The specter of Chinese President Xi Jinping’s sweeping anti-graft campaign has in recent months ousted officials of all ranks and even banned authorities from purchasing ostensible symbols of corruption — such as moon cakes — with public funds.
Xi’s anti-corruption program may be headed a little farther afoot — to the United States.
Chinese diplomats in the U.S. suggested Wednesday that they may seek Washington’s help in extraditing what state media has reported is a list, compiled by Beijing, of more than 1,000 corrupt Chinese officials who have sought refuge in the U.S.
Geng Shuang, a spokesman for the Chinese Embassy in Washington, did not specifically mention the list in an email sent to Al Jazeera. Geng did, however, indicate that Chinese officials may potentially push for the extradition of corrupt officials at an annual meeting between the two governments this fall.
There is currently no extradition treaty between China and the U.S. But the meeting that Geng referred to, the gathering of the China Joint Liaison Group on Law Enforcement Cooperation (JLG), started in 1998, is where Geng said issues such as the joint “pursuit and repatriation” of criminals are typically discussed.
Geng said that since its inception, the JLG has “played an important role in coordinating and promoting bilateral law enforcement, with both sides cooperating successfully.”
State-owned Chinese newspaper The Global Times originally reported this week what it called a dire need for better law enforcement cooperation between China and the U.S. The original Chinese-language text of the article was removed from the website at the time this article was published, but the original text can be found here.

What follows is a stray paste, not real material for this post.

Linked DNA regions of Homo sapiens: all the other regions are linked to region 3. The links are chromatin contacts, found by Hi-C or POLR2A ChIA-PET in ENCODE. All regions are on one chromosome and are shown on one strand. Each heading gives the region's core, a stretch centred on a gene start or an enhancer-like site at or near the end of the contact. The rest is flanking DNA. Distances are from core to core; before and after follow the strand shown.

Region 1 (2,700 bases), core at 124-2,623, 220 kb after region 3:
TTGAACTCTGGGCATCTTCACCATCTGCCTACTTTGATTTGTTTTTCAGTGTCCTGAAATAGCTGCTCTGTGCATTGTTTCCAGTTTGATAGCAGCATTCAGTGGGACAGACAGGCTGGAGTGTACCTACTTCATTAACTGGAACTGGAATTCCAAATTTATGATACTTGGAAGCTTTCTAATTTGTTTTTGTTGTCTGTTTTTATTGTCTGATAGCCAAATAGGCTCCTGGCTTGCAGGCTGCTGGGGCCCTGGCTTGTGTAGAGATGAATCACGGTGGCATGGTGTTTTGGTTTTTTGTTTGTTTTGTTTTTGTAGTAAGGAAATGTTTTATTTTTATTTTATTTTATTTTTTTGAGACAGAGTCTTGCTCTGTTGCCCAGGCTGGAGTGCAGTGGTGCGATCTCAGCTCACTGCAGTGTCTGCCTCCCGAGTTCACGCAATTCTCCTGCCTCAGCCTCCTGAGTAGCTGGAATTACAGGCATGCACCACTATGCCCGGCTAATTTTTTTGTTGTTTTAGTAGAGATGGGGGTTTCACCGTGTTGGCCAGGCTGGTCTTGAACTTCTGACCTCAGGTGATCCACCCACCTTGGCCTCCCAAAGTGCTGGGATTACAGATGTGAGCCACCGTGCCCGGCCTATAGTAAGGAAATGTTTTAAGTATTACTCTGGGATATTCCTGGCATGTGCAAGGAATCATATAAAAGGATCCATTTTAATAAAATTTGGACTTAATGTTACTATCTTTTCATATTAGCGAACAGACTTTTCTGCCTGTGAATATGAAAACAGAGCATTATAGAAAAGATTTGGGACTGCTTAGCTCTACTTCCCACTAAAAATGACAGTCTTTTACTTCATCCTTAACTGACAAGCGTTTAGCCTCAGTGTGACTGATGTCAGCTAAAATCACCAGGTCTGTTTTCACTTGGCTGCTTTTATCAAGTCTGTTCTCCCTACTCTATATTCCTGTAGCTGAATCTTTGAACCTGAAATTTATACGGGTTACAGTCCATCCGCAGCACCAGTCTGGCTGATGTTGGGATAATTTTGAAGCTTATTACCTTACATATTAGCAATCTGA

A Chinese lawyer, who asked to remain anonymous to avoid retribution, has previously described to Al Jazeera intimate knowledge of the dealings of Chinese officials who had sent family and assets abroad amid a crackdown on corruption that will likely unseat many.
“This is a huge issue right now in China,” said Arthur T. Dong, a Georgetown professor and expert in Chinese business. “We have a new sheriff in town — the new sheriff is Xi Jinping. He has an aggressive reform agenda he's trying to propagate. He's swept up some very senior people in the party and taken them down. He's made it clear and used them as examples. He's showed he is serious about instituting new business models.”
The campaign is driving Xi’s targets abroad, Dong said.
“There's tremendous interest in obtaining residency and finding a way to put their assets in safer havens,” Dong said.
“There are people petitioning the U.S. for various forms of visa applications. One of the most notable is the EB-5” or investor visa program, in which Chinese nationals who make an investment of $1 million in a job-creating U.S. enterprise have a shot at permanent residency.
U.S.-China commerce analysts have said that after the U.S. EB-5 program’s Canadian counterpart closed in February, more wealthy Chinese people looking to park their assets in stable climates may soon head south.